Mr. Teeguarden presented his research, which was funded by the Environmental Protection Agency, at the annual meeting here of the American Association for the Advancement of Science.

The findings are the latest in a broad-ranging scientific controversy that has continued for a decade or more over the safety of the world’s food supply and the possible role that BPA may play in a variety of public-health problems.

Among other applications, BPA is used in bottles, soda cans, food containers and many other consumer goods, to harden the plastics from which they are made and to prevent the growth of germs.

Last summer, the Food and Drug Administration banned its use in baby bottles and infant cups but continued to stand behind its safety in other products.

The World Health Organization, the European Food Safety Authority and Japan’s National Institute of Advanced Industrial Science and Technology have all discounted its risk to human health.

Write to Robert Lee Hotz at sciencejournal@wsj.com

A version of this article appeared February 16, 2013, on page A3 in the U.S. edition of The Wall Street Journal, with the headline: No Ill Effect Found in Human BPA Exposure.

Resource:

Reference: Justin Teeguarden, Estrogen Receptor Activation Potential of Internal Concentrations of BPA in Humans, Feb. 16, 1:30 p.m.-4:30 p.m., Room 302, Hynes Convention Center. http://aaas.confex.com/aaas/2013/webprogram/Paper8720.html

7 Foods Experts Won’t Eat

1. Canned Tomatoes

The Expert: Fredrick vom Saal, PhD, an endocrinologist at the University of Missouri who studies bisphenol-A.

The Situation: The resin linings of tin cans contain bisphenol-A, a synthetic estrogen that has been linked to ailments ranging from reproductive problems to heart disease, diabetes, and obesity. Unfortunately, acidity (a prominent characteristic of tomatoes) causes BPA to leach into your food. Studies show that the BPA in most people’s body exceeds the amount that suppresses sperm production or causes chromosomal damage to the eggs of animals. “You can get 50 mcg of BPA per liter out of a tomato can, and that’s a level that is going to impact people, particularly the young,” says vom Saal. “I won’t go near canned tomatoes.”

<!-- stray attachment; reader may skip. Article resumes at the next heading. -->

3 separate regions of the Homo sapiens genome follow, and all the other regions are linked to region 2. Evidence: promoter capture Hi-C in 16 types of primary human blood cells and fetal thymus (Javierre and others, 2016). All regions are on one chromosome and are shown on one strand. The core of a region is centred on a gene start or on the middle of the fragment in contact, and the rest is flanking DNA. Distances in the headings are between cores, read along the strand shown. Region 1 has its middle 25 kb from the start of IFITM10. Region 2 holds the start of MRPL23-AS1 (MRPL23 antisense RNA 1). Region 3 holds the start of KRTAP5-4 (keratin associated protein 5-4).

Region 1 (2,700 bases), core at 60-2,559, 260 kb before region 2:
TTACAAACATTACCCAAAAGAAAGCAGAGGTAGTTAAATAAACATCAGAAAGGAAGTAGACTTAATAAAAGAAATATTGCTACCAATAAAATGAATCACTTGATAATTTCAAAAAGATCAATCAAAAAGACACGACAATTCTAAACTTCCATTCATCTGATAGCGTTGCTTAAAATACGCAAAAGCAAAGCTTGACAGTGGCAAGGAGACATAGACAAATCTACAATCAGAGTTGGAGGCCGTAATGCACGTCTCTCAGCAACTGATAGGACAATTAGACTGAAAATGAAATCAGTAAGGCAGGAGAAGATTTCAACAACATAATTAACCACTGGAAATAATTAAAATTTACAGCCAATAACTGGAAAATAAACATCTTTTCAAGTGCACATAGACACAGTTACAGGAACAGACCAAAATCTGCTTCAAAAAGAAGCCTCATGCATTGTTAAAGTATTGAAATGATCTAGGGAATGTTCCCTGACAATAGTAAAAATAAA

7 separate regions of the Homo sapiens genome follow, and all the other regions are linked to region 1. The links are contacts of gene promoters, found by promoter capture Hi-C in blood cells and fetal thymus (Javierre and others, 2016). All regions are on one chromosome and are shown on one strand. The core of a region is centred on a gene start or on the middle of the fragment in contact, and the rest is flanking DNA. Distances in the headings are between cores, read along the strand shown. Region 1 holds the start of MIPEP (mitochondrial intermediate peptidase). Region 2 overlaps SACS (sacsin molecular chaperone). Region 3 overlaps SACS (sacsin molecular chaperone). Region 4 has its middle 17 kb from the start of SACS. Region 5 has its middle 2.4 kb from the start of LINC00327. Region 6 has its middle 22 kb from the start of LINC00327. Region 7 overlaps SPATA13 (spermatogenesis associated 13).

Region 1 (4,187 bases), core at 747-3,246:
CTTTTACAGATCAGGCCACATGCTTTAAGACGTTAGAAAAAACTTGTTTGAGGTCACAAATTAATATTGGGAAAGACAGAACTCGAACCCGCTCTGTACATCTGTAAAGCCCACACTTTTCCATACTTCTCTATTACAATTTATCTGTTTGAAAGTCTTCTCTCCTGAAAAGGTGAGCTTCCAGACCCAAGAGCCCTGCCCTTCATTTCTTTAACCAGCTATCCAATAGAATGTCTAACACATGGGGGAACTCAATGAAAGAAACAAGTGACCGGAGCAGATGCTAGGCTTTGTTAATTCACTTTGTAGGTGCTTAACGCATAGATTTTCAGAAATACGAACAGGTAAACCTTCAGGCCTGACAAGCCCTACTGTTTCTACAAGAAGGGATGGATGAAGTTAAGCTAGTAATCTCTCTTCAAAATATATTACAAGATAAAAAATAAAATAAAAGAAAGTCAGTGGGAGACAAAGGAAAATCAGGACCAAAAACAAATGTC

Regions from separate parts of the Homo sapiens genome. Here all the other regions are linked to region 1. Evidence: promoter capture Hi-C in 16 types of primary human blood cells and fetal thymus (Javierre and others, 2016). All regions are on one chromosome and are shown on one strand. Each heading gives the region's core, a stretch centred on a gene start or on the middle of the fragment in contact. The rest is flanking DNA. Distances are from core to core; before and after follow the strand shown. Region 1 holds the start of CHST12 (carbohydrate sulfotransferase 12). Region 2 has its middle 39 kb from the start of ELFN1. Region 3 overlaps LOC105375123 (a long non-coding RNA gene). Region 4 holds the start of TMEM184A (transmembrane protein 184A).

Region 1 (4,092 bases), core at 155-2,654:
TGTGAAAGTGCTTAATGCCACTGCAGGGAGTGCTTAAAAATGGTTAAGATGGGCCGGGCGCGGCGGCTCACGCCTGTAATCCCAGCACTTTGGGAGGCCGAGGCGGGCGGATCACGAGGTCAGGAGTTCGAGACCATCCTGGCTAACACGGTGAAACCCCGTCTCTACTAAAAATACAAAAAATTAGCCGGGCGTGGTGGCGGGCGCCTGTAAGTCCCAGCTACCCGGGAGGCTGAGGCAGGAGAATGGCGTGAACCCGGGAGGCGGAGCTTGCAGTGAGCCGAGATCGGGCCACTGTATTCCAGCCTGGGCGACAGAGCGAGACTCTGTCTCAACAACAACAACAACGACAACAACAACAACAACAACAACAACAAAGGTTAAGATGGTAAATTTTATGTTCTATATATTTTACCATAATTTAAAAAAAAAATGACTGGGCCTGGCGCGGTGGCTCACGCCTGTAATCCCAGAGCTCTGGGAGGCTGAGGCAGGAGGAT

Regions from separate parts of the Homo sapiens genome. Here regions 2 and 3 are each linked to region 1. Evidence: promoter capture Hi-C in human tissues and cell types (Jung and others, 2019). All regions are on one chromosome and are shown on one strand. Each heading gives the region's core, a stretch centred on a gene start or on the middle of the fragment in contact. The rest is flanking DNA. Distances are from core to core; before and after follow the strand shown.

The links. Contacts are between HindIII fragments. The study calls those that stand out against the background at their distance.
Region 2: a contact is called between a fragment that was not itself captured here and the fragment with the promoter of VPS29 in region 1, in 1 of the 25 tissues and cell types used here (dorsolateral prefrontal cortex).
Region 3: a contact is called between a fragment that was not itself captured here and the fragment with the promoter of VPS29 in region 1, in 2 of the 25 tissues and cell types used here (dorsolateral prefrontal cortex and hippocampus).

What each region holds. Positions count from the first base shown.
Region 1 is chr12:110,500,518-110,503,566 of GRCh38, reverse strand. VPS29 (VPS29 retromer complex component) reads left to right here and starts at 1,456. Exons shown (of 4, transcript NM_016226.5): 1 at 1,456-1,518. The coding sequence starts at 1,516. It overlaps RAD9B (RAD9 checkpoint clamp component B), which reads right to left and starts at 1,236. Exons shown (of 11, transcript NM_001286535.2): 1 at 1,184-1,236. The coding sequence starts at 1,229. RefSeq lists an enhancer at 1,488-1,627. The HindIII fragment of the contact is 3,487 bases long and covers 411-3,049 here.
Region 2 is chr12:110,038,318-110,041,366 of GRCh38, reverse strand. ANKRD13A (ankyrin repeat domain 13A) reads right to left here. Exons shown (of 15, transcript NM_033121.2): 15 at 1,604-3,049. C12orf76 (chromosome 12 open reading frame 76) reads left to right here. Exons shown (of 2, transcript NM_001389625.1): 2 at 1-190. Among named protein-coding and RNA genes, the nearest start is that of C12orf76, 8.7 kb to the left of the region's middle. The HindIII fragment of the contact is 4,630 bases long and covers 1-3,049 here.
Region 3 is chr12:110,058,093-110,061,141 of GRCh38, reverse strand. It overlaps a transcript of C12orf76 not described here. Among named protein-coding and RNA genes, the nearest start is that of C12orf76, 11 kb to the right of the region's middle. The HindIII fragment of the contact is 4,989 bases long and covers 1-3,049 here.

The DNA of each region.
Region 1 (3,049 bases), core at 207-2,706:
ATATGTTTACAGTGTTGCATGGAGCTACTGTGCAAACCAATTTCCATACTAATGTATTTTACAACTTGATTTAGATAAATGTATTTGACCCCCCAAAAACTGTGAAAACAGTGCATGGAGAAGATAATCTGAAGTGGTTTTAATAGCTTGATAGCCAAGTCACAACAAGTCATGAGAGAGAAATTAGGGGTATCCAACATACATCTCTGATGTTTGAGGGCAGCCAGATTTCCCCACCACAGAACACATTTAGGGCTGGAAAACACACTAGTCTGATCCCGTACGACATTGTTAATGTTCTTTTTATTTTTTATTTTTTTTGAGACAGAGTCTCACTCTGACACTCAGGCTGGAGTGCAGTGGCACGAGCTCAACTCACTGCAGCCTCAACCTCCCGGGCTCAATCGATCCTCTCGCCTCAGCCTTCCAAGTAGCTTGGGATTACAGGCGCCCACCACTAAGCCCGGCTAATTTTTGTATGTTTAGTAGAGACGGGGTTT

The Answer: Choose tomatoes in glass bottles (which do not need resin linings), such as the brands Bionaturae and Coluccio. You can also get several types in Tetra Pak boxes, like Trader Joe’s and Pomi.

Siri Says: A very dear friend of ours sent us this 7 foods article. Oh, bummer! Every winter I buy a 12 pack of organic chopped tomatoes for my winter soups and stews. Well, of course, I didn’t buy them this winter and I tossed the last can. (Throwing food away — ouch!)

Do watch the video below. It is quite helpful. However, I’ll tel you now, there are no tomatoes in BPA-free cans, and you’ll have to search for those in glass. I found organic tomato sauce and canned sun-dried toms at my organic grocers. A brief google search was very unsatisfactory — with one food site trying to convince me that BPA in tomato cans wasn’t that big a deal!!!

We haven’t been lucky enough to have a big crop of summer tomatoes to can. But boy, we sure can grow tiny tomatoes, peppers, potatoes, and Japanese egg plant! Odd about the tomatoes, isn’t it?

Which cans are BPA Free? Watch the Video.

2. Corn-Fed Beef

The Expert: Joel Salatin, co-owner of Polyface Farms and author of half a dozen books on sustainable farming.

The Situation: Cattle evolved to eat grass, not grains. But farmers today feed their animals corn and soybeans, which fatten up the animals faster for slaughter. More money for cattle farmers (and lower prices at the grocery store) means a lot less nutrition for us. A recent comprehensive study conducted by the USDA and researchers from Clemson University found that compared with corn-fed beef, grass-fed beef is higher in beta-carotene, vitamin E, omega-3s, conjugated linoleic acid (CLA), calcium, magnesium, and potassium; lower in inflammatory omega-6s; and lower in saturated fats that have been linked to heart disease. “We need to respect the fact that cows are herbivores, and that does not mean feeding them corn and chicken manure,” says Salatin.

The Answer: Buy grass-fed beef, which can be found at specialty grocers, farmers’ markets, and nationally at Whole Foods. It’s usually labeled because it demands a premium, but if you don’t see it, ask your butcher.


WATCH VIDEO: Why Grass-Fed Beef? Emeril Answers

3. Microwave Popcorn

The Expert: Olga Naidenko, PhD, a senior scientist for the Environmental Working Group.

The Situation: Chemicals, including perfluorooctanoic acid (PFOA), in the lining of the bag, are part of a class of compounds that may be linked to infertility in humans, according to a recent study from UCLA. In animal testing, the chemicals cause liver, testicular, and pancreatic cancer. Studies show that microwaving causes the chemicals to vaporize—and migrate into your popcorn. “They stay in your body for years and accumulate there,” says Naidenko, which is why researchers worry that levels in humans could approach the amounts causing cancers in laboratory animals. DuPont and other manufacturers have promised to phase out PFOA by 2015 under a voluntary EPA plan, but millions of bags of popcorn will be sold between now and then.